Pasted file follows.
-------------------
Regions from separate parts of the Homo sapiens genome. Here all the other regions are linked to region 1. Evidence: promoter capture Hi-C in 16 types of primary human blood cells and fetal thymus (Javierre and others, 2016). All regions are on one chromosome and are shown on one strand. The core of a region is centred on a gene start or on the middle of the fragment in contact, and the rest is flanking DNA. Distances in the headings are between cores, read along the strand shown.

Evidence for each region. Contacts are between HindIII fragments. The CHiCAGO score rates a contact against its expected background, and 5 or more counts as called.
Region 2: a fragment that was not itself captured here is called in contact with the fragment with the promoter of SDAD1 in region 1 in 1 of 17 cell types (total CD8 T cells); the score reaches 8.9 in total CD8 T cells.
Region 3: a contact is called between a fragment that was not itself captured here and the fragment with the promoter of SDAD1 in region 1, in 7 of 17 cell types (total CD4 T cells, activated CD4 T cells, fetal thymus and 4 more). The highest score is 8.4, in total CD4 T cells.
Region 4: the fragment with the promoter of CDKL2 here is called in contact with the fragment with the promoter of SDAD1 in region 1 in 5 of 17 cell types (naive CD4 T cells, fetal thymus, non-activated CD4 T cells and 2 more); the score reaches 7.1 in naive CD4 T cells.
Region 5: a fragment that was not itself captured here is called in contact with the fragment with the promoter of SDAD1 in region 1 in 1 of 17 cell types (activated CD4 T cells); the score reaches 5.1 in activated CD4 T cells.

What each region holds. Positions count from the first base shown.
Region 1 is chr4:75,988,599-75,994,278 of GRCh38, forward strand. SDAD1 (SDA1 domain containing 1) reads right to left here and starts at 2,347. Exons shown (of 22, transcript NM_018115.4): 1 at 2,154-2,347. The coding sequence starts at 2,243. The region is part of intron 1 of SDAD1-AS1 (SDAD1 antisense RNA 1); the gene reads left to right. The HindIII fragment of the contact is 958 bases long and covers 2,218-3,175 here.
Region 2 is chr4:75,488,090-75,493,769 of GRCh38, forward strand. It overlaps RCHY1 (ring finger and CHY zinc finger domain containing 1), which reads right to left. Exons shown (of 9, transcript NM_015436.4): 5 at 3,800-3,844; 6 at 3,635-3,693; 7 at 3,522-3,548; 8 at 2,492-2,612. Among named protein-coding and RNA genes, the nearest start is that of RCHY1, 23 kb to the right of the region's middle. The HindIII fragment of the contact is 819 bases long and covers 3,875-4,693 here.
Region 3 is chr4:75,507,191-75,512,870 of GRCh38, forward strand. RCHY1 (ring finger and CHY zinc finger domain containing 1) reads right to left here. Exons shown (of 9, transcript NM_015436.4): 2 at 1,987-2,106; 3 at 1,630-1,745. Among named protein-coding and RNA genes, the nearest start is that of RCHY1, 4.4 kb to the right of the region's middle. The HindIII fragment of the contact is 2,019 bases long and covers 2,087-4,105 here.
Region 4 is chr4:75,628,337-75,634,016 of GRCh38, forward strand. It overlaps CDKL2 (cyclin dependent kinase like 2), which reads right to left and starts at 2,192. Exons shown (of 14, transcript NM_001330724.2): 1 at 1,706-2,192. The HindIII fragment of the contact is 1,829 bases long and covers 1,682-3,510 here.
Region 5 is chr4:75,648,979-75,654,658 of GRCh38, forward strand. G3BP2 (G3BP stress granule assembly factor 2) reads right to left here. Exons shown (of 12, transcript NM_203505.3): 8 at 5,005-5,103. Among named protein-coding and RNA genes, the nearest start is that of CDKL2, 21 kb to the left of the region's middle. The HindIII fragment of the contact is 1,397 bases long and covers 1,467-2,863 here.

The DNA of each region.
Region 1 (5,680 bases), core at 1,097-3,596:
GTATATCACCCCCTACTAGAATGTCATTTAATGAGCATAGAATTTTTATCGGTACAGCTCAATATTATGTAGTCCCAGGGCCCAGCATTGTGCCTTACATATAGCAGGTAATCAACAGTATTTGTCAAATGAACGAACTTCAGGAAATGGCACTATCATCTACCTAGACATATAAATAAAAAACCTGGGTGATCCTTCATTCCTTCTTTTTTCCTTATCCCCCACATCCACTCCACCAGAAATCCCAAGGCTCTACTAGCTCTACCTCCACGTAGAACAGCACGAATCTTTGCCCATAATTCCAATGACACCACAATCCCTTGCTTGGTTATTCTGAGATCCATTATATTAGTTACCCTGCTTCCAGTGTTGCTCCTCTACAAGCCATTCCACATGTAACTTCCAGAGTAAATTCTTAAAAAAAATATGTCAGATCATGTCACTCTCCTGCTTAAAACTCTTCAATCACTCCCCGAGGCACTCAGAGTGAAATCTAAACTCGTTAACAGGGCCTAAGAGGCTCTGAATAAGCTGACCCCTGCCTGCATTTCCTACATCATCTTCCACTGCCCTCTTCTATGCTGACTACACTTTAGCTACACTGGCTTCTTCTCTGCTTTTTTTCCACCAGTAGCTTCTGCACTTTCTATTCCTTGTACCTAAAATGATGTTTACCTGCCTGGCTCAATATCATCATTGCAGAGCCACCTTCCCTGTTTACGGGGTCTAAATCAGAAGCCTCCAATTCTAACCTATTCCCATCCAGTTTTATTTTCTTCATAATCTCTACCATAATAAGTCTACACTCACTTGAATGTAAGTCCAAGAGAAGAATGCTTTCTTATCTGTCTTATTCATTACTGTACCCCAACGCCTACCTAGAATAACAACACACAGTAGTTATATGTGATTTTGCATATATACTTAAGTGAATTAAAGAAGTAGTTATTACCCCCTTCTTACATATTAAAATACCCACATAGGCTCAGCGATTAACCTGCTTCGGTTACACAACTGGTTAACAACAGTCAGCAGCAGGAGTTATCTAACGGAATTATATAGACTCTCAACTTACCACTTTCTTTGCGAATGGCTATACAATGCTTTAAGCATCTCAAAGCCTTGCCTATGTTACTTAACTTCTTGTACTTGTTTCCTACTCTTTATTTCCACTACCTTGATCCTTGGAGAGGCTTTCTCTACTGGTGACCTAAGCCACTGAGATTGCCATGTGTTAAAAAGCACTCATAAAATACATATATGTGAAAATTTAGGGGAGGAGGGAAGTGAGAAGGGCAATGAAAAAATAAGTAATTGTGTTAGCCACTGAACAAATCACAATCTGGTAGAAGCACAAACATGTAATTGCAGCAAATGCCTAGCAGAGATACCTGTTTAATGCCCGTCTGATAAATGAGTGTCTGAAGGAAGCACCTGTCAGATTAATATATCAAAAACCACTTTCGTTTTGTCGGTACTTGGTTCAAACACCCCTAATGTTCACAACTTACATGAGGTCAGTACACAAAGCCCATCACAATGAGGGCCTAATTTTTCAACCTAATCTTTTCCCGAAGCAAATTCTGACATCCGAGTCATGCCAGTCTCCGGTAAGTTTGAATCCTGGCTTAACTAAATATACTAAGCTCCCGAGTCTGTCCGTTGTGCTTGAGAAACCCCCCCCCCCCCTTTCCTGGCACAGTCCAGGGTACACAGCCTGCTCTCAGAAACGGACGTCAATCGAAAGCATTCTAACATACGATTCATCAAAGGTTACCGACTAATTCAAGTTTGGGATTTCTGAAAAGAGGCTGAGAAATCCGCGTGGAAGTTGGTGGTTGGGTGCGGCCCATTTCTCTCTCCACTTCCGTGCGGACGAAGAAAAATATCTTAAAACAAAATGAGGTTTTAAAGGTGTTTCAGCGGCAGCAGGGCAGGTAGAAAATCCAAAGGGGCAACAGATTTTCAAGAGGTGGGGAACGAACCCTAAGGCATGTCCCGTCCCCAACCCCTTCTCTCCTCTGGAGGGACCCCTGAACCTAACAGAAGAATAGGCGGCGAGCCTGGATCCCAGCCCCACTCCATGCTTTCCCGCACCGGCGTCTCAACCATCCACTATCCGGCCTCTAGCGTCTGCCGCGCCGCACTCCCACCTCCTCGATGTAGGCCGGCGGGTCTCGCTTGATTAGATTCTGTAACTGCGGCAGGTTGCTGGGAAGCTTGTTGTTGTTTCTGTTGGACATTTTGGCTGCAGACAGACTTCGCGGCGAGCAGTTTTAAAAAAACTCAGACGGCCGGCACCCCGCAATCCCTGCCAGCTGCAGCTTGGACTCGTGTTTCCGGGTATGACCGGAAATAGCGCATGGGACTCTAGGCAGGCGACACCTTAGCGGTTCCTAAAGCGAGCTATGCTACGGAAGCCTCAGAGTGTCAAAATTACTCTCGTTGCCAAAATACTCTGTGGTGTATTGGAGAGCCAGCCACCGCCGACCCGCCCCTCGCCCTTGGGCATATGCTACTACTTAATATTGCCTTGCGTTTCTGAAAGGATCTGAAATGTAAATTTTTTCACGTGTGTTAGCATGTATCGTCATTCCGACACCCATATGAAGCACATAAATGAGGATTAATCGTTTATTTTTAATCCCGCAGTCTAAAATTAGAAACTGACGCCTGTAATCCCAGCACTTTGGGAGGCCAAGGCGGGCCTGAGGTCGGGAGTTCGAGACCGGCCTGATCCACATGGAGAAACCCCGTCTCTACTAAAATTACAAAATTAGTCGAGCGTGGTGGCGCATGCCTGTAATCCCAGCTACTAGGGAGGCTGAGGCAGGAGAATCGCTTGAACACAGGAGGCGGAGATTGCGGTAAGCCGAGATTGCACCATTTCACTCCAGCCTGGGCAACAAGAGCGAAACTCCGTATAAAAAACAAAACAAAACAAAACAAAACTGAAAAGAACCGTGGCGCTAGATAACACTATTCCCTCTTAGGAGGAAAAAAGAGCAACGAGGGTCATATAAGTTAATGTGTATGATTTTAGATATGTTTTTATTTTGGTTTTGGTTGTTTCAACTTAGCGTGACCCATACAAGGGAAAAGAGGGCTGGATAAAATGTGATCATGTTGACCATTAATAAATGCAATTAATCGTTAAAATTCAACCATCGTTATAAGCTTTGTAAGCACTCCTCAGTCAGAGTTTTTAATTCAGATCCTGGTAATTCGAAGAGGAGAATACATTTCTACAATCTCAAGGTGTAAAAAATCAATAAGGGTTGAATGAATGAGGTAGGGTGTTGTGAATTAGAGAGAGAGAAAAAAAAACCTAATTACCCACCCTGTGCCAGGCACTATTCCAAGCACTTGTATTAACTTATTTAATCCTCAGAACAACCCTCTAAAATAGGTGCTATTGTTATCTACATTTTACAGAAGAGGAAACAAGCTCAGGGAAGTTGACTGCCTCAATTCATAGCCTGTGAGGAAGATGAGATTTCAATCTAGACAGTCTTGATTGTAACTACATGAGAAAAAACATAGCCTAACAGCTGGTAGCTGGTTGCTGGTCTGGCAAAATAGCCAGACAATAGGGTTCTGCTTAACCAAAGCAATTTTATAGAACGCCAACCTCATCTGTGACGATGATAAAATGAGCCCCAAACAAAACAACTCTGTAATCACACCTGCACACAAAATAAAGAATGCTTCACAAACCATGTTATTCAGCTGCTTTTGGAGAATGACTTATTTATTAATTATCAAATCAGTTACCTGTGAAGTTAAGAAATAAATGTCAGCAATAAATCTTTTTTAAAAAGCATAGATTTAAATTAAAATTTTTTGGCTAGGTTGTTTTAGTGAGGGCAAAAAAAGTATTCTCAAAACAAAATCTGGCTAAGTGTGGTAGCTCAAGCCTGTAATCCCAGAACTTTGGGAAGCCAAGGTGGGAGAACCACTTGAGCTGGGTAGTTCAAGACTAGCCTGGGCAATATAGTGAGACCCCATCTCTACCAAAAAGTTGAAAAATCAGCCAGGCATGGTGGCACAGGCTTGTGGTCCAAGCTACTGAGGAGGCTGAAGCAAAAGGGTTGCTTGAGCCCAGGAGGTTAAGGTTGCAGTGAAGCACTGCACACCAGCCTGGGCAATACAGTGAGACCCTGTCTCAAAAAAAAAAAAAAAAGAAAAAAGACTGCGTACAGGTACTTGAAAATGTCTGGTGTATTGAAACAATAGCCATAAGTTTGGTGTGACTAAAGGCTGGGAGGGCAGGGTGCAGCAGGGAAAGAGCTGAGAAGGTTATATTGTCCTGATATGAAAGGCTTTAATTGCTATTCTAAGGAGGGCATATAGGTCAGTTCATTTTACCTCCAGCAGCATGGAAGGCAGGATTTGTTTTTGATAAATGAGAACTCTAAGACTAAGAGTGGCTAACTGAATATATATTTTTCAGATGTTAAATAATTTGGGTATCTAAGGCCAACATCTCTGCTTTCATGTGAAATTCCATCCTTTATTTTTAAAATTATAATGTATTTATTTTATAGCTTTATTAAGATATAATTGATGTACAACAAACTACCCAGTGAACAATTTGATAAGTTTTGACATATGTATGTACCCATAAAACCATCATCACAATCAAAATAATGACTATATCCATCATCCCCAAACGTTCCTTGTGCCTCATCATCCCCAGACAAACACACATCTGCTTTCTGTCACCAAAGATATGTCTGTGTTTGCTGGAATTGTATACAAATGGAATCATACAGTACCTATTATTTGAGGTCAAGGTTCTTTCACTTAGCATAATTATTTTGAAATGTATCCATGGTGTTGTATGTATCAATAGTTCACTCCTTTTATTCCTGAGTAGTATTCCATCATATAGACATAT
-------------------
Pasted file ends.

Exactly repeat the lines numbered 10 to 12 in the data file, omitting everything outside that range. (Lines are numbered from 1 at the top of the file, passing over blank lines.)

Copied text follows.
Region 3 is chr4:75,507,191-75,512,870 of GRCh38, forward strand. RCHY1 (ring finger and CHY zinc finger domain containing 1) reads right to left here. Exons shown (of 9, transcript NM_015436.4): 2 at 1,987-2,106; 3 at 1,630-1,745. Among named protein-coding and RNA genes, the nearest start is that of RCHY1, 4.4 kb to the right of the region's middle. The HindIII fragment of the contact is 2,019 bases long and covers 2,087-4,105 here.
Region 4 is chr4:75,628,337-75,634,016 of GRCh38, forward strand. It overlaps CDKL2 (cyclin dependent kinase like 2), which reads right to left and starts at 2,192. Exons shown (of 14, transcript NM_001330724.2): 1 at 1,706-2,192. The HindIII fragment of the contact is 1,829 bases long and covers 1,682-3,510 here.
Region 5 is chr4:75,648,979-75,654,658 of GRCh38, forward strand. G3BP2 (G3BP stress granule assembly factor 2) reads right to left here. Exons shown (of 12, transcript NM_203505.3): 8 at 5,005-5,103. Among named protein-coding and RNA genes, the nearest start is that of CDKL2, 21 kb to the left of the region's middle. The HindIII fragment of the contact is 1,397 bases long and covers 1,467-2,863 here.